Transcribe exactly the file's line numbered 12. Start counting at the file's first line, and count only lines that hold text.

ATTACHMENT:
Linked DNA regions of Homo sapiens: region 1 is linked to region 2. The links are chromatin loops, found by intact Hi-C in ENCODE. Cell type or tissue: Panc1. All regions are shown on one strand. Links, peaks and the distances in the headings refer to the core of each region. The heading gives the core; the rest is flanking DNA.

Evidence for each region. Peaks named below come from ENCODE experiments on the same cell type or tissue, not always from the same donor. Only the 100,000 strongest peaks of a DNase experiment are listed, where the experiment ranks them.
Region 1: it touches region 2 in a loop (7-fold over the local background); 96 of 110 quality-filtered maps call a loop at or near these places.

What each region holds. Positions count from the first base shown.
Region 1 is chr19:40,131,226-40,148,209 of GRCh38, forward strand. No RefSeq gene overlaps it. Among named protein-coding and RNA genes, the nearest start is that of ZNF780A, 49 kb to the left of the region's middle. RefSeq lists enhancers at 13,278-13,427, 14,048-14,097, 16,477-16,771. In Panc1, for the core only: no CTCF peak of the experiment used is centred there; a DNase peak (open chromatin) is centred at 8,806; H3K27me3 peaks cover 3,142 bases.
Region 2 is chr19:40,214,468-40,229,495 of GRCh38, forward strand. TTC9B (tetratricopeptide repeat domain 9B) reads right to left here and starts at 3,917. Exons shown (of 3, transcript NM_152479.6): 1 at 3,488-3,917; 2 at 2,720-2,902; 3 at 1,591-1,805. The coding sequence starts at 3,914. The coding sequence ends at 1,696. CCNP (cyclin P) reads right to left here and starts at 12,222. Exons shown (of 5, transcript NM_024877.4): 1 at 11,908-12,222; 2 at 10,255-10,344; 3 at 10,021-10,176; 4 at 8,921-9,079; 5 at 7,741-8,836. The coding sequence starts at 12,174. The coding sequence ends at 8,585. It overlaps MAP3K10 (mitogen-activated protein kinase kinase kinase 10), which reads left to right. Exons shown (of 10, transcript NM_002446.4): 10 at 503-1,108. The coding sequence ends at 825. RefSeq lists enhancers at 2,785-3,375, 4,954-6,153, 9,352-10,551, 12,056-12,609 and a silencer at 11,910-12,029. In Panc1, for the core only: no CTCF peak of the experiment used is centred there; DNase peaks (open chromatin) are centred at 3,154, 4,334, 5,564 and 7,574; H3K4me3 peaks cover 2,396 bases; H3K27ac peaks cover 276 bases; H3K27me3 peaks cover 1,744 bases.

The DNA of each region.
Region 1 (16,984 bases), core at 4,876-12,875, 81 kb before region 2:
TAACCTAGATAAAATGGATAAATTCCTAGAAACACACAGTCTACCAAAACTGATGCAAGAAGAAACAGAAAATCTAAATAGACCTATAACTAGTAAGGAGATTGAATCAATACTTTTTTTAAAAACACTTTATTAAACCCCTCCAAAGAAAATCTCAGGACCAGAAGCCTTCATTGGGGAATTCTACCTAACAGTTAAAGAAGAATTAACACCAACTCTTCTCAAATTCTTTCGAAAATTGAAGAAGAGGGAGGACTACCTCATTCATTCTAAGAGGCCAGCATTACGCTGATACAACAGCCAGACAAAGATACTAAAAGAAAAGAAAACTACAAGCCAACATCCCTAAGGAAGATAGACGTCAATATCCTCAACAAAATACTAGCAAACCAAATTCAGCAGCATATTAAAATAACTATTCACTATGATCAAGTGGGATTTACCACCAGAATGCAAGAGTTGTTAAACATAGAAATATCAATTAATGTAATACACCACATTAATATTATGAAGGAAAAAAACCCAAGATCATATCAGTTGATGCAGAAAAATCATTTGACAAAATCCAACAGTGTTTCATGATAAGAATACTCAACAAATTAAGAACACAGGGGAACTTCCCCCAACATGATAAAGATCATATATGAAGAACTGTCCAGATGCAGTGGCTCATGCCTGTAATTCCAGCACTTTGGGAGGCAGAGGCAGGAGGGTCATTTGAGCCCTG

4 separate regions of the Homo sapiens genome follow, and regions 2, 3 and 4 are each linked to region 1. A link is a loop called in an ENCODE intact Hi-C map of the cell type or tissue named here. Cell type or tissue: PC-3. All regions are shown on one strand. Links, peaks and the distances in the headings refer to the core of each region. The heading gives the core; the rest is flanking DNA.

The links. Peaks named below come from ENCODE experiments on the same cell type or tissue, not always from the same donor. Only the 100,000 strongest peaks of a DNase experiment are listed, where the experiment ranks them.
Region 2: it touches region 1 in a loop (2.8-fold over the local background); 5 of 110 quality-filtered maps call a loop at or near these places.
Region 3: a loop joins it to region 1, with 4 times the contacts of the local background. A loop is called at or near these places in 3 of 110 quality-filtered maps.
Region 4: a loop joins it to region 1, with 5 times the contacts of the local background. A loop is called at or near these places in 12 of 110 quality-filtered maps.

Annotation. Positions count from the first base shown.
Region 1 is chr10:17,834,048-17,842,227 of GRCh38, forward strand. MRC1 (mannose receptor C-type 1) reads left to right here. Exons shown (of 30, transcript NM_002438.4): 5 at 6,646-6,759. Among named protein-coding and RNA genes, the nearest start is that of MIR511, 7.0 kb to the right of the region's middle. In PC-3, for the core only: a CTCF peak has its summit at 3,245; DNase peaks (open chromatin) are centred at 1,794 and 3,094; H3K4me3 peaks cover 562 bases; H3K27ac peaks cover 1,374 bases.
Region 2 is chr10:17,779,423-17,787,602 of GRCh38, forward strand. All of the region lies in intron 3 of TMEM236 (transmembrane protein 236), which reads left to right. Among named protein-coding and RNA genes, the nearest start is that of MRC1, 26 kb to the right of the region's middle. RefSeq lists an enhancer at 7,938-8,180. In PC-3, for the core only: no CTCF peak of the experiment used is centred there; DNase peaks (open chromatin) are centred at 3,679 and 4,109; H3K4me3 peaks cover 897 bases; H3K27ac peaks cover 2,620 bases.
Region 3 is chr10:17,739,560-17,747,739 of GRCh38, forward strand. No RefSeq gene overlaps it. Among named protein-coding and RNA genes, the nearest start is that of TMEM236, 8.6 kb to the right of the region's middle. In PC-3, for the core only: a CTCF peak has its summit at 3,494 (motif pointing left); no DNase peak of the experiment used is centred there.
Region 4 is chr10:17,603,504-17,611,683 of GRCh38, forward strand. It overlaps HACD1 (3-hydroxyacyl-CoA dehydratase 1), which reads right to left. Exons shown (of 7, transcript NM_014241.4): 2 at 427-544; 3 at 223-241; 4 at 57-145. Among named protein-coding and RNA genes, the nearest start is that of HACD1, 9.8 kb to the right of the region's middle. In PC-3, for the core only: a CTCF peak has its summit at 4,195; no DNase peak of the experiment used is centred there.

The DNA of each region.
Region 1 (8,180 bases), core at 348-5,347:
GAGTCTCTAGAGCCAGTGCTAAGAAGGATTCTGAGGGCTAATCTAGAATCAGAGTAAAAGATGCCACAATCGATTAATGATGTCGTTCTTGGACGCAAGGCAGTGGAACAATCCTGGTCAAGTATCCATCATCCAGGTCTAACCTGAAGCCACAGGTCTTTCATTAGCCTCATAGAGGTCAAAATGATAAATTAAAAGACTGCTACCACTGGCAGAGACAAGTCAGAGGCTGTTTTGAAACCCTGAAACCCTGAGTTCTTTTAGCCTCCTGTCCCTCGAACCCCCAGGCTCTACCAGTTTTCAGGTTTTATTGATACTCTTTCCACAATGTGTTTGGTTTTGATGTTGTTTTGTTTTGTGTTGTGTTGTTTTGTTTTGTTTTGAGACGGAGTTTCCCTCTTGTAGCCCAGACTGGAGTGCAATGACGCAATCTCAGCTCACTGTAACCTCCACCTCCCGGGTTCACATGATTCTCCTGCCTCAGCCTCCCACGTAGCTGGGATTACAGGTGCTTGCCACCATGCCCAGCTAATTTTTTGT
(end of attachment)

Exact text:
Region 2: it touches region 1 in a loop (2.8-fold over the local background); 5 of 110 quality-filtered maps call a loop at or near these places.